The Blue Ridge Rangers:
An anonymous tour-de- force?

The background story...
While touring with CCR in 1971 / 1972 John practiced steel guitar, fiddle and some other new instruments. After playing that evening's gig he, together with Stu and Doug returned to their hotel room where they would get drunk and play country tunes all night long (after consuming loadsa beer and renaming themselves ''The Shit-Kicker Three from room 73''. This is where John might have gotten the idea of doing an all country album. He also started wearing a white stetson all the time. Directly after the disbanding of CCR in 1972, he wasted no time recording some of his favorite country, bluegrass and gospel tunes.

Because he didn't have a band anymore, John played all the instruments himself. Careful over dubbing made us believe there was a real band at work here. This was also suggested by the album's front cover, showing five different men standing on a sunset- lit hill. Careful examination though shows they are all John Fogerty.

If you click here, you will be taken to the Photo Gallery where you see pictures of John playing various instruments in the studio during the Blue Ridge Rangers sessions! These are very cool images, check them out NOW!
These pictures were taken from an article which appeared in a German newspaper called BRAVO. You can read that article here.

Preceeding the album was a single ''Hearts Of Stone/Somewhere Listening (For My Name)''. That same month, April 1972, saw the release of the album.

Lookin' back...
Again, John Fogerty's choice of songs and arrangements were impressive. Country always played a major part in Creedence's music and this is where John's roots were laid bare, paying tribute to the songs he got so much inspiration from. Gospel to bluegrass, country to dixieland, it's all here in tight, compact arrangements. This album still runs rings around many contemporary country artists who try to mimic the sounds of these classics.

It has to be noted here that a single was released, ''You Don't Owe Me/Back In The Hills'', under the Blue Ridge Rangers name with two non-album tracks penned by John Fogerty, so no covers on this single. A rocking tune backed with an up-tempo gospel- like tune. They could've easily fit on the album. Then again, there were plans for a new BRR album though Fogerty never got round to recording it all. Thanks (again) Robert Aerts for the cool single-covers!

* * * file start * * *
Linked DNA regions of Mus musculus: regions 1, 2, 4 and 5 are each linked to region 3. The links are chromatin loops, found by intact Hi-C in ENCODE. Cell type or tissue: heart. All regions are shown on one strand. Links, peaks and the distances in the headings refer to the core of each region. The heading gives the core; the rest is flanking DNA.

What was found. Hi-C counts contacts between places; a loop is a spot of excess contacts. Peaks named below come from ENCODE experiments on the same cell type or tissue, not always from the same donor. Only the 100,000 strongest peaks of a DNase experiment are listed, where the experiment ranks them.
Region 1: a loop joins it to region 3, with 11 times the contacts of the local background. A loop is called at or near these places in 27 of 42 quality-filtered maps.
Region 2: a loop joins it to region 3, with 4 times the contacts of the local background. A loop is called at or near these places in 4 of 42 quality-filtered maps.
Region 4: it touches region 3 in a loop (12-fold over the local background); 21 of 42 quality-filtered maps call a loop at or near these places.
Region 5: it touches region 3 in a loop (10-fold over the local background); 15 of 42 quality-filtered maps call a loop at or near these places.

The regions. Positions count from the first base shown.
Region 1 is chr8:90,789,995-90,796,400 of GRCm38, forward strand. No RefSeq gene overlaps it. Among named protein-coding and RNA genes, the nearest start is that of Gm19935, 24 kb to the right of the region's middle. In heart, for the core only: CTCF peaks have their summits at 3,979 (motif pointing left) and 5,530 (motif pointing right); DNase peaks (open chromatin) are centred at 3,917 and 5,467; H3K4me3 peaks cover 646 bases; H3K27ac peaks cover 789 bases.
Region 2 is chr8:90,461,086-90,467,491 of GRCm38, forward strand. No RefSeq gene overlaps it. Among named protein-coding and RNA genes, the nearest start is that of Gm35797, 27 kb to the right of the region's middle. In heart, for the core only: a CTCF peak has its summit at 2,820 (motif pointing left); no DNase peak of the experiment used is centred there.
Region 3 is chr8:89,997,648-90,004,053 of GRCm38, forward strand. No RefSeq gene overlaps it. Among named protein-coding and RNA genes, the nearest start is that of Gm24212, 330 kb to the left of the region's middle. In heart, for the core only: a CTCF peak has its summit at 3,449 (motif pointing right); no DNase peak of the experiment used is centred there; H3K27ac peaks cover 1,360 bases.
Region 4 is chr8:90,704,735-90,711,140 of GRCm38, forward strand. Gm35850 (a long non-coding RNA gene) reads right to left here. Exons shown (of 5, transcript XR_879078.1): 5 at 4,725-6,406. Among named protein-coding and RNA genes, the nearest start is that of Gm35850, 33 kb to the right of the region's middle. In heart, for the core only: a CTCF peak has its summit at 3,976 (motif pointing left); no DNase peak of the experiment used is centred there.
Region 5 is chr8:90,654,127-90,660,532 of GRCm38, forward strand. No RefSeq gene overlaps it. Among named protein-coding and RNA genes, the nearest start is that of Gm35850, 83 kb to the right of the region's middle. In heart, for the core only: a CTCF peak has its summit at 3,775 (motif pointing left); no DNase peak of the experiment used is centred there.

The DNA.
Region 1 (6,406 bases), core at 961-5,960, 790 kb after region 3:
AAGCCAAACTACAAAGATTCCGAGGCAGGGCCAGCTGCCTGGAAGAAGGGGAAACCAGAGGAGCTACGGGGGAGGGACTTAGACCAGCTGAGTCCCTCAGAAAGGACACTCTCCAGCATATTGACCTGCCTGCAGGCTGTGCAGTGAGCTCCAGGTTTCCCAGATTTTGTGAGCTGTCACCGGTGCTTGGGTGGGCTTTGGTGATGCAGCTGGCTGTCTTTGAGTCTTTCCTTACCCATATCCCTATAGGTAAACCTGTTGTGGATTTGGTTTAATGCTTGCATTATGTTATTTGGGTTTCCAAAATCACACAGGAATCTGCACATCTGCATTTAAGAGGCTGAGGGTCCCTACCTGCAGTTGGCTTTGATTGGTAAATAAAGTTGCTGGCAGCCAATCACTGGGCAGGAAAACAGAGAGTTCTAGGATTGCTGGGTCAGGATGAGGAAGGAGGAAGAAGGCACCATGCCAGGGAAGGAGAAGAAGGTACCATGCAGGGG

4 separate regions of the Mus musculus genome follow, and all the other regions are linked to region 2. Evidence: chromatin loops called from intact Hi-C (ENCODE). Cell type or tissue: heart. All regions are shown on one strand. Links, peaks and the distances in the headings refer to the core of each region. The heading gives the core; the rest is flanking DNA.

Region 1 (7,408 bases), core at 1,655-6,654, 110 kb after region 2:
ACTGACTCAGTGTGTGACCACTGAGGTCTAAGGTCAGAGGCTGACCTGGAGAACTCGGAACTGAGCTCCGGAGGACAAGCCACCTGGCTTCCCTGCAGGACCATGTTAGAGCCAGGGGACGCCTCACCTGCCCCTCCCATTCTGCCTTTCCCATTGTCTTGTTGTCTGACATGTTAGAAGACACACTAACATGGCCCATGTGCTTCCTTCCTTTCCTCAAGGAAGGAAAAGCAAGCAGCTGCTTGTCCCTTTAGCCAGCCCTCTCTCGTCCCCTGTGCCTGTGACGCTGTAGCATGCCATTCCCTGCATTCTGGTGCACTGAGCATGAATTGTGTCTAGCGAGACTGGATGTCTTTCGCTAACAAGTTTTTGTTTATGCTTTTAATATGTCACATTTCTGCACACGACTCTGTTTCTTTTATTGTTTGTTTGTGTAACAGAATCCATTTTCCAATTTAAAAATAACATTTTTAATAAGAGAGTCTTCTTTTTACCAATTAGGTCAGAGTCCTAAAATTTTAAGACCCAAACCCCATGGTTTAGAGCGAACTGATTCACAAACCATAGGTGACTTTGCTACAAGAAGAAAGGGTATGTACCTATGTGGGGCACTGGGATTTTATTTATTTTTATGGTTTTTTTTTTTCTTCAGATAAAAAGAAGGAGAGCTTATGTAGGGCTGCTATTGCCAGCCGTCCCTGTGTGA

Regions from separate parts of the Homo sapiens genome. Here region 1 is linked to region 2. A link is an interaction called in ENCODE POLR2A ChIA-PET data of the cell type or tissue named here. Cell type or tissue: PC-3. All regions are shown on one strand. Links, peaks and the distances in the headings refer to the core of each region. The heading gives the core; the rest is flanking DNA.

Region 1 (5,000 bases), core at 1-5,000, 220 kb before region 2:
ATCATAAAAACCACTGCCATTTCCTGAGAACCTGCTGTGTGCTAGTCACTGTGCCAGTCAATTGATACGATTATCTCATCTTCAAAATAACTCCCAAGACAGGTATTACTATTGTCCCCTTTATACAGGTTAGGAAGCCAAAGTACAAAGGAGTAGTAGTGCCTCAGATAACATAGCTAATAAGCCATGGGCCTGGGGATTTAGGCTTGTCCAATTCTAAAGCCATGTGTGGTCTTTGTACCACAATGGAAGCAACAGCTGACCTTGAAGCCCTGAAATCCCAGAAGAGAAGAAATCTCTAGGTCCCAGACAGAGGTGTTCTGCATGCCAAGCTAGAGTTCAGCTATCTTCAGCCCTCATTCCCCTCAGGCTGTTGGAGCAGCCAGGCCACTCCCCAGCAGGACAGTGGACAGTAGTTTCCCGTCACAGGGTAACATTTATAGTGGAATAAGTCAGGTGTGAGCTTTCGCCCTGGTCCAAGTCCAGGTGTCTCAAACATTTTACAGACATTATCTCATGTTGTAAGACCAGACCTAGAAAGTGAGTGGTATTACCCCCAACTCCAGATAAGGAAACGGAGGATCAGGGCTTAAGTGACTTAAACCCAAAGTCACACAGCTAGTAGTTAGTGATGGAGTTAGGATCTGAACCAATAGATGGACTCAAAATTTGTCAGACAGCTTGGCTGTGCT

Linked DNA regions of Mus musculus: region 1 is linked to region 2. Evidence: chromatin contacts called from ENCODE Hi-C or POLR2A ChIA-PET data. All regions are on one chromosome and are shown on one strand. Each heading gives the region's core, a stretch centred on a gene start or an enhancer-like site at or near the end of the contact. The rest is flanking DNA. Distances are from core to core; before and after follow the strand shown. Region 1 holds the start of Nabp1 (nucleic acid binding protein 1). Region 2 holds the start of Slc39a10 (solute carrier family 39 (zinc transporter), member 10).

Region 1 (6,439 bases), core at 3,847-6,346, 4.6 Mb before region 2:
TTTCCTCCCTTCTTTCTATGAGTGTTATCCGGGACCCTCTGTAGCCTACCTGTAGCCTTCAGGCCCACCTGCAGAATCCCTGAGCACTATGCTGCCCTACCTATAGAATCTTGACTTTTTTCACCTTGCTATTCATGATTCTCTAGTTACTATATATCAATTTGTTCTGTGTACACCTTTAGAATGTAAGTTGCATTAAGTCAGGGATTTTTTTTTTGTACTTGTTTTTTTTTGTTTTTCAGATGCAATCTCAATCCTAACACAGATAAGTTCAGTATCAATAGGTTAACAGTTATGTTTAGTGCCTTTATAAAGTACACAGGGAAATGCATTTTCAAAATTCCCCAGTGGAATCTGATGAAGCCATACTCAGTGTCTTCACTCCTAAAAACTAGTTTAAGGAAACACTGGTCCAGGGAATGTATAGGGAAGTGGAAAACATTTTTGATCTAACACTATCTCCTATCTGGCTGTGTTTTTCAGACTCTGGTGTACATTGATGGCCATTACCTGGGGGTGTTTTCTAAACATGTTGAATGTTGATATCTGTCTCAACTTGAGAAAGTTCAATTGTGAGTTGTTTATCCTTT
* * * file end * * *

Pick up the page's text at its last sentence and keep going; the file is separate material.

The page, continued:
The tracklisting...
Blue Ridge Mountain Blues: A bluegrass opener, with some neat banjo playing and fiddling. This song is about being homesick and is sung in a relaxed way, eventhough it's up-tempo all the way. . .

Somewhere Listening (For My Name): A mid tempo gospel song, with great background vocals, showing how Fogerty can take a totally different style and make it his own.

You're The Reason: A brilliant country song, done brilliantly. Good guitar licks and good vocals.

Jambalaya (On The Bayou): Hank doesn't roll around in his grave when this song hits the airwaves. One of the more rocky songs on the album. John really puts his teeth into this one and it shows.

She Thinks I Still Care: One of the great country classics, done in a classic way.

California Blues (Blue Yodel #4): One of Jimmie Rogers' blue yodels, with some great dixie style brass band in the instrumental part.

Workin' On A Building: Opens with a chant before going into a mid tempo style song. Very nice.

Please Help Me I'm Falling: Maybe one of the saddest love stories around and it fits in nicely.

Have Thine Own Way, Lord: A slow gospel tune, well sung with a good steel guitar / acoustic guitar backing. Not my favorite though.

I Ain't Never: A relaxed song about man/woman misunderstandings (but he still loves her... aahhh)

Hearts Of Stone: One of the more rocking songs on the album, with some great guitar work and smashing vocals.

Today I Started Loving You Again: One of Merle Haggard's greatest and John does a very good job on this one... Ending with a very delicately played steel guitar solo, and a good choice to close the album in style.

The Spanish 'You Don't Owe Me / Back In The Hills' single cover

The Japanese 'You Don't Owe Me / Back In The Hills' single cover

John Fogerty at work during the BRR sessions.